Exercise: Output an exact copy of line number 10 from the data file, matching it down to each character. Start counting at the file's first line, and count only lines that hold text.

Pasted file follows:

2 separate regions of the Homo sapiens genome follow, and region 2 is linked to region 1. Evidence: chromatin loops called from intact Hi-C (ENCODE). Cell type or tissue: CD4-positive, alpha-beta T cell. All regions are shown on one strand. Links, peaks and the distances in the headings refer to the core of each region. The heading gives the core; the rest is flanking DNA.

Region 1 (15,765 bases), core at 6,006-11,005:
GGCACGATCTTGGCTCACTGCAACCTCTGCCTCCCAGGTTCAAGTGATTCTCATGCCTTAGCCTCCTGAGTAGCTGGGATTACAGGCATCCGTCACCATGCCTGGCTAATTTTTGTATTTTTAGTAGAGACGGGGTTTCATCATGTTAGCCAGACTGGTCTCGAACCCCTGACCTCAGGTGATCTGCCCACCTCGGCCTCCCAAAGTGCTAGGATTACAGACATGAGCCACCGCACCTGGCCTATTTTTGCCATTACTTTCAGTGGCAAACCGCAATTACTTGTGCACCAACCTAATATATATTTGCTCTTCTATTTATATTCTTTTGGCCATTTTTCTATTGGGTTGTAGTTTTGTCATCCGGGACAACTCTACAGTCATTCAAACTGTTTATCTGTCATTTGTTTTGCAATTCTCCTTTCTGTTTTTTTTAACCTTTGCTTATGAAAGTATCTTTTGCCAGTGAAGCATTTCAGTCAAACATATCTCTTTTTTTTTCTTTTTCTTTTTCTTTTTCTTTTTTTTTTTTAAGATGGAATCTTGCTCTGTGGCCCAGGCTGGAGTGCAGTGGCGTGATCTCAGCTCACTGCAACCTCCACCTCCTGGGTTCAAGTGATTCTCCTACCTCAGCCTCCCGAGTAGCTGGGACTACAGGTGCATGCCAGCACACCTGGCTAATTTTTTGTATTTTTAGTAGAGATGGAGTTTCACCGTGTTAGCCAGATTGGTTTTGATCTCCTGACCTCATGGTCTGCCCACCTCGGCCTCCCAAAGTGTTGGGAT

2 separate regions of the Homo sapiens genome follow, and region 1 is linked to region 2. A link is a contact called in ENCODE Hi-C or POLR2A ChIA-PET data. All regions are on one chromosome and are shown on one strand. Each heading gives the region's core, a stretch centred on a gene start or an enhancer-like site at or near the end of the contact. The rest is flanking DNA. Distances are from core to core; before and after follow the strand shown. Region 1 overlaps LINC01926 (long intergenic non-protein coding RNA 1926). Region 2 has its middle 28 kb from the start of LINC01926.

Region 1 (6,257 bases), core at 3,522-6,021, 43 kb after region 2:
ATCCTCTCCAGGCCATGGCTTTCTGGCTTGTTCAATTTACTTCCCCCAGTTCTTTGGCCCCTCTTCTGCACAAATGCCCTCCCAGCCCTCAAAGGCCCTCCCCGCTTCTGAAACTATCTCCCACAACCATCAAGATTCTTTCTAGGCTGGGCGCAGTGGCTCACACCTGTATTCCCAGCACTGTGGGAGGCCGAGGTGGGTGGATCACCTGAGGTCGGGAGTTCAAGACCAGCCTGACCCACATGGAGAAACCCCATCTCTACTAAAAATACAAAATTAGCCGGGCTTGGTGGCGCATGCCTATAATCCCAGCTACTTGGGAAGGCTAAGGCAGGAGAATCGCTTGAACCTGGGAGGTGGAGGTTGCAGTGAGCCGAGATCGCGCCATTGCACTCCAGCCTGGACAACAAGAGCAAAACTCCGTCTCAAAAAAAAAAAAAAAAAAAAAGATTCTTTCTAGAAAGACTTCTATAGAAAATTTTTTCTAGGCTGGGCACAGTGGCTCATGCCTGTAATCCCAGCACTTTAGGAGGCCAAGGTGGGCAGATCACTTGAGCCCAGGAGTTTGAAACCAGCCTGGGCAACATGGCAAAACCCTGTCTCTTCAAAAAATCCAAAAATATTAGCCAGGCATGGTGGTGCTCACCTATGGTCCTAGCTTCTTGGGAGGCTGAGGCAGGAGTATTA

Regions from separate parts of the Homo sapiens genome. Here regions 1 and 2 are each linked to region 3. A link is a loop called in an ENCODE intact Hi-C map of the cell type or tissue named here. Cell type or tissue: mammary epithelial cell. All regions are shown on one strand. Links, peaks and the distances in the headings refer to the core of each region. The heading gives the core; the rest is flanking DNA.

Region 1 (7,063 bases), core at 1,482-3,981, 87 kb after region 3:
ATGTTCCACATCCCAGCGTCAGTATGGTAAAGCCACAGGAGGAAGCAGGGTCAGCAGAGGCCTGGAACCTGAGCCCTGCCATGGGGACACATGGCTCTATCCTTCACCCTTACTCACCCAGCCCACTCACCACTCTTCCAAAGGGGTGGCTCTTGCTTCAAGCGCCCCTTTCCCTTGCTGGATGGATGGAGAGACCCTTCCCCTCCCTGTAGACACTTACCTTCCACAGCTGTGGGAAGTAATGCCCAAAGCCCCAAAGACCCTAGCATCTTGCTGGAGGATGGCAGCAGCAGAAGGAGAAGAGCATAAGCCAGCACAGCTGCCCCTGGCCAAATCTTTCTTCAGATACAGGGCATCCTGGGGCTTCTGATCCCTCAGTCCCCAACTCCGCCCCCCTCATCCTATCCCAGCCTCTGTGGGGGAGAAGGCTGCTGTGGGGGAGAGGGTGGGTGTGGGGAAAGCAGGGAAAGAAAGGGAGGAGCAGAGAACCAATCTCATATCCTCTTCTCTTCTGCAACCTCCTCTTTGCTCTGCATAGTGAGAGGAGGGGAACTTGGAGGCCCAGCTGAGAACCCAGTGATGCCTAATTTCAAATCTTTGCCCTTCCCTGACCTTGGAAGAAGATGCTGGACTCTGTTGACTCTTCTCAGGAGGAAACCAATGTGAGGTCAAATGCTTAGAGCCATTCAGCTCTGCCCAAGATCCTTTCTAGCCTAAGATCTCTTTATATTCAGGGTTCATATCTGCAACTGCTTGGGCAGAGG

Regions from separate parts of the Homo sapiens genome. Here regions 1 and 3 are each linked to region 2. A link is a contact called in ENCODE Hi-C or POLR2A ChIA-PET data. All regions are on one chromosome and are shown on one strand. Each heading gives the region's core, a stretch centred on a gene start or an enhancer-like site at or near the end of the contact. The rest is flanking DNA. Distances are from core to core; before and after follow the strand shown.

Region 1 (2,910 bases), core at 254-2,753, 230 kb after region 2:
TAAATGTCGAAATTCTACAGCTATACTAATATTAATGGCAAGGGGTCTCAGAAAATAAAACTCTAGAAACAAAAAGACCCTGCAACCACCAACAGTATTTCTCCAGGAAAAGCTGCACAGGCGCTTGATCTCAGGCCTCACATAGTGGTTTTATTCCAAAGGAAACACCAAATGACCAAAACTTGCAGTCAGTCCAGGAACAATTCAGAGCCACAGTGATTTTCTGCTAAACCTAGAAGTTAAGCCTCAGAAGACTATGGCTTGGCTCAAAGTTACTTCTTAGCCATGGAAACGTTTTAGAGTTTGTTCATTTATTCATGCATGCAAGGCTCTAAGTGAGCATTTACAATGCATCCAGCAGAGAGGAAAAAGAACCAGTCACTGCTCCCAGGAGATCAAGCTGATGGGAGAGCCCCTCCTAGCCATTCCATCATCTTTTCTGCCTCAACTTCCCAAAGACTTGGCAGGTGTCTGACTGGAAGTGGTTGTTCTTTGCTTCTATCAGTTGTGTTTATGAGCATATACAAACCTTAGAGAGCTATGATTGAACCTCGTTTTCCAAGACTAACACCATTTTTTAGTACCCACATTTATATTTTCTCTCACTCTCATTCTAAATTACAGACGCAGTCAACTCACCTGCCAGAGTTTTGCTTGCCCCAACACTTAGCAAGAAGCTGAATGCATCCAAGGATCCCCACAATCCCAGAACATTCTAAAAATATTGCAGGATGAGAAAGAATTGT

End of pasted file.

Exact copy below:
Regions from separate parts of the Homo sapiens genome. Here regions 1 and 3 are each linked to region 2. A link is a contact called in ENCODE Hi-C or POLR2A ChIA-PET data. All regions are on one chromosome and are shown on one strand. Each heading gives the region's core, a stretch centred on a gene start or an enhancer-like site at or near the end of the contact. The rest is flanking DNA. Distances are from core to core; before and after follow the strand shown.